Rapid Relaxation of Myofibrils
We used flash photolysis of diazo-2, a caged chelator of Ca2+, to produce a sudden drop in solution [Ca2+] and thereby measure the intrinsic rate of myofibrillar relaxation.14 15 Trabeculae were activated in solutions containing Ca2+ and diazo-2, and once force was steady the diazo-2 was photolysed (Figure 2⇓). Relaxation of rat trabeculae followed a double-exponential curve, the initial fast phase of which represents the maximum intrinsic rate of myofibrillar relaxation. However, the guinea pig relaxation was fitted best by a single-exponential curve. As found with rat muscles,15 the relaxation rate of guinea pig trabeculae was independent of both preflash [Ca2+] and force (results not shown).
As shown in Figure 2⇑, guinea pig trabeculae relaxed much more slowly than did rat trabeculae. The rate constants for the 2 phases of relaxation in rat muscles were 16.1±0.9 s−1 and 0.97±0.13 s−1 (n=11) at 22°C and that for guinea pig muscles was 2.99±0.26 s−1 (n=7). The maximum rate of myofibrillar relaxation in rat myofibrils was therefore 5 times faster (P<0.01) than that of the guinea pig. This difference was not due to the different fitting protocols, because fitting the rat data with a single-exponential fit (over the first 200 milliseconds) gave a rate constant of 18.9±0.9 s−1 (n=11, results not shown).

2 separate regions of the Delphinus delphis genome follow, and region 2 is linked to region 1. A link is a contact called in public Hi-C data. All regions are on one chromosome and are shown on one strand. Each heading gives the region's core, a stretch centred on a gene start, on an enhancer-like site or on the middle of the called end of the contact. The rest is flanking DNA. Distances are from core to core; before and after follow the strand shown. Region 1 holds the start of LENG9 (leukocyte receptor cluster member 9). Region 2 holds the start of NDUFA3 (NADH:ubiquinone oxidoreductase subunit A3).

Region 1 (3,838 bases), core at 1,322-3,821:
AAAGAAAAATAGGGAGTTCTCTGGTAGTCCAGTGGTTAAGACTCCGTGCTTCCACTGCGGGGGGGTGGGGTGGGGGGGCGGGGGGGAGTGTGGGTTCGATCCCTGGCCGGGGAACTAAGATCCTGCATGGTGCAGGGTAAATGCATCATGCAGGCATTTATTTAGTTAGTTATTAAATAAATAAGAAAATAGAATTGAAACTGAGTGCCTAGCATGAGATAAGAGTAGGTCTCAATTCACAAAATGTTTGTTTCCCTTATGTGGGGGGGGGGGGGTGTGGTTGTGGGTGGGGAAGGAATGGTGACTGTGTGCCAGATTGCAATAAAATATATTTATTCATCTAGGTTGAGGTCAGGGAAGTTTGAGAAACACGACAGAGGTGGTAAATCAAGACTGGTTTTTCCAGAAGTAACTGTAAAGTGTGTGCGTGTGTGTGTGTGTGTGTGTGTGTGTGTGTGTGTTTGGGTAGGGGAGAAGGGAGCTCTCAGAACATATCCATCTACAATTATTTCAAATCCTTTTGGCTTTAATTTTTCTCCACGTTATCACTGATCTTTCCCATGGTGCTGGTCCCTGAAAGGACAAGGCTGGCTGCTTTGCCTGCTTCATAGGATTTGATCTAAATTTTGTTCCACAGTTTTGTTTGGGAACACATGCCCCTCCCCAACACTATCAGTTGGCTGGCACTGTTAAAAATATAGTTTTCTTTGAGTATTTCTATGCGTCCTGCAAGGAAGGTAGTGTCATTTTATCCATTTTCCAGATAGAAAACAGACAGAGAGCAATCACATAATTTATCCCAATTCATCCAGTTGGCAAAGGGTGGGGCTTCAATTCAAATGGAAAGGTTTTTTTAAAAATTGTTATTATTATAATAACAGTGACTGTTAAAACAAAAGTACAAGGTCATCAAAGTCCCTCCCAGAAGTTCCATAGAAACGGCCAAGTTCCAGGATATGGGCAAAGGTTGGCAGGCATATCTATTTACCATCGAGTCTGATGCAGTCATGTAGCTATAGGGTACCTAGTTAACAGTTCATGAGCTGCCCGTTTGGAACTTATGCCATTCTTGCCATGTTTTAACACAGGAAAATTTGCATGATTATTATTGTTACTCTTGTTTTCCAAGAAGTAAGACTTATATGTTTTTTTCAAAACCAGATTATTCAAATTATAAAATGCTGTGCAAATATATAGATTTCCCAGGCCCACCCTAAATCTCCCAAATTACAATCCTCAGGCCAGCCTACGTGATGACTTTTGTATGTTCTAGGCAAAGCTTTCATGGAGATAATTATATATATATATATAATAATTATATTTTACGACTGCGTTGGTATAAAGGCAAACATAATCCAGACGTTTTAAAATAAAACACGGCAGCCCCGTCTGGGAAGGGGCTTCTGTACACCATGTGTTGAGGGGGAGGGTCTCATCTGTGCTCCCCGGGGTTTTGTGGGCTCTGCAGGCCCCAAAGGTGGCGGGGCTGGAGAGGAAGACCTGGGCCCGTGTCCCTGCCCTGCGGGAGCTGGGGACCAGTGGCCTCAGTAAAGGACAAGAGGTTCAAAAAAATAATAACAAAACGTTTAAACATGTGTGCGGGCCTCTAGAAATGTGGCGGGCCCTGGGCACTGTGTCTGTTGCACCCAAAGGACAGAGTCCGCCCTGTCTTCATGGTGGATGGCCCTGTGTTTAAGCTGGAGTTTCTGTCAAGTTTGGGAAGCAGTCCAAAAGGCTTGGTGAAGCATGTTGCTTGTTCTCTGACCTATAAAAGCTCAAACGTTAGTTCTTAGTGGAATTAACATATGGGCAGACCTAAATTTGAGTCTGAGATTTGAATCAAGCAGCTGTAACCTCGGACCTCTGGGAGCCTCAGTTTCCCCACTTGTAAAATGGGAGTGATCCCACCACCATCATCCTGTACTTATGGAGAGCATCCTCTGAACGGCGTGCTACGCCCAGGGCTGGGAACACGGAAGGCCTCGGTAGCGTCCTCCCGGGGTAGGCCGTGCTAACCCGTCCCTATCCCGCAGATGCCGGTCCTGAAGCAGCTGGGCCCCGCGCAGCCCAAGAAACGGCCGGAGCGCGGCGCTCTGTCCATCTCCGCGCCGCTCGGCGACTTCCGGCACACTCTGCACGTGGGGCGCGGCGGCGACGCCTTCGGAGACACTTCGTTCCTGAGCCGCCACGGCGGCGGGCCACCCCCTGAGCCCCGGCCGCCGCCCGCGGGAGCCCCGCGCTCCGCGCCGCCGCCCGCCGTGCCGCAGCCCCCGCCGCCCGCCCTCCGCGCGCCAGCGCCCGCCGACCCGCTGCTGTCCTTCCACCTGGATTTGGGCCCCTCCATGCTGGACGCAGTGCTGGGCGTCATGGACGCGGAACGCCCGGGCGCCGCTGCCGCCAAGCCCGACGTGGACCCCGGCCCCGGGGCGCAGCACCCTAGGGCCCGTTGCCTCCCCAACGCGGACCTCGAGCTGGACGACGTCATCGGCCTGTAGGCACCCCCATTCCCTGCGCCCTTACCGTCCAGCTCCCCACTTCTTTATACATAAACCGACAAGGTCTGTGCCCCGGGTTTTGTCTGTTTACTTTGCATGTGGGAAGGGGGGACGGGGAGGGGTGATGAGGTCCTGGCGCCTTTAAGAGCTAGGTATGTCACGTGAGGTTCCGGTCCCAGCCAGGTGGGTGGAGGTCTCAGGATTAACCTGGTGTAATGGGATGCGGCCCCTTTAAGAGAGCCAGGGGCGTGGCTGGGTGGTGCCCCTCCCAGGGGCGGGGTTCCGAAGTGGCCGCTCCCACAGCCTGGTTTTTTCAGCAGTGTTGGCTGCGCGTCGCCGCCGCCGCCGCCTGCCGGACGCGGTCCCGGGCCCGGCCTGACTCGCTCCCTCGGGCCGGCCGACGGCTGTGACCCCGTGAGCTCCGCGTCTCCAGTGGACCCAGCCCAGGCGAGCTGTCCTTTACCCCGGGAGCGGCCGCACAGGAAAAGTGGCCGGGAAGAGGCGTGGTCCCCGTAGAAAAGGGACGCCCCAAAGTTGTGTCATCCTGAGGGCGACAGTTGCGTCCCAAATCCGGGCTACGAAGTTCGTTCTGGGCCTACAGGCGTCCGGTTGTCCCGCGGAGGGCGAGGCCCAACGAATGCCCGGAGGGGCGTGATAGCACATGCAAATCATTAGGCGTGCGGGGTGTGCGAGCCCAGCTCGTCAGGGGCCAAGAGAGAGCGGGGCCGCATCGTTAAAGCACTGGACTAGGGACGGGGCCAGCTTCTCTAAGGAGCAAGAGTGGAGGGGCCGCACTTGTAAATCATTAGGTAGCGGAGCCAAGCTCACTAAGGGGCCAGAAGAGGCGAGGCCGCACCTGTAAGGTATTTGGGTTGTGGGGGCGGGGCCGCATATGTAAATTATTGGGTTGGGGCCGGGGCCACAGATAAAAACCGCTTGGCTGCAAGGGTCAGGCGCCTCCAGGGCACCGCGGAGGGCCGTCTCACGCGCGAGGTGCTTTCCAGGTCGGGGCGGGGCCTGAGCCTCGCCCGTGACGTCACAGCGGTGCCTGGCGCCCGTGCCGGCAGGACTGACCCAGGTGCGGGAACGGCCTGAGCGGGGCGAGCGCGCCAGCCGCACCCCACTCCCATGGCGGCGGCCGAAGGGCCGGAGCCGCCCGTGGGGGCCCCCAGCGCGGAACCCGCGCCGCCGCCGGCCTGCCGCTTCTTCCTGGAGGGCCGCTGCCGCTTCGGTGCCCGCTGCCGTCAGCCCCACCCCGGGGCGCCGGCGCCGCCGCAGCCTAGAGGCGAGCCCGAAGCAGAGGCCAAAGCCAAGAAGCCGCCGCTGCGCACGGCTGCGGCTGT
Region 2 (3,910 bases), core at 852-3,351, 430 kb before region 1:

It could be argued that both muscles had a slow phase of relaxation but that only the rat muscle also had a fast phase; however, this is untenable because the rate constant for the slow phase in the rat was significantly less (P<0.01) than the guinea pig single rate constant. The origin of the slow phase of the biexponential relaxation remains unclear.
Rapid Activation of Myofibrils
The rate constant for Ca2+ activation of force, kact, in the trabeculae was measured using flash photolysis of the “caged” Ca2+ compound, NP-EGTA, to produce a sudden elevation of solution [Ca2+].16 17 As shown in Figure 3A⇓, photolysis of NP-EGTA produced rapid activation of force in trabeculae from both species, and full Ca2+ activation from the resting state was achieved with a 160-mJ flash. In some cases, peak force (expressed relative to the maximum steady-state force) exceeded 1.0 in the few seconds after photolysis. This overshoot of force occurred in all the guinea pig muscles and in a subset of the rat muscles (Figure 3B⇓ and 3C⇓). The reasons for the secondary decrease of force are unclear but could include time-dependent SL rearrangement or accumulation of Pi inside the muscles. The postflash rise in force was well fitted by a single-exponential curve, with a kact at maximum flash energy (160 mJ) of 14.4±0.9 s−1 (n=20) in the rat compared with 2.57±0.14 s−1 (n=8, P<0.01) in the guinea pig (Figure 3A⇓). Thus rat trabeculae activated 5-fold faster than did trabeculae from guinea pigs. These rates were not significantly different from the corresponding maximum rates of relaxation.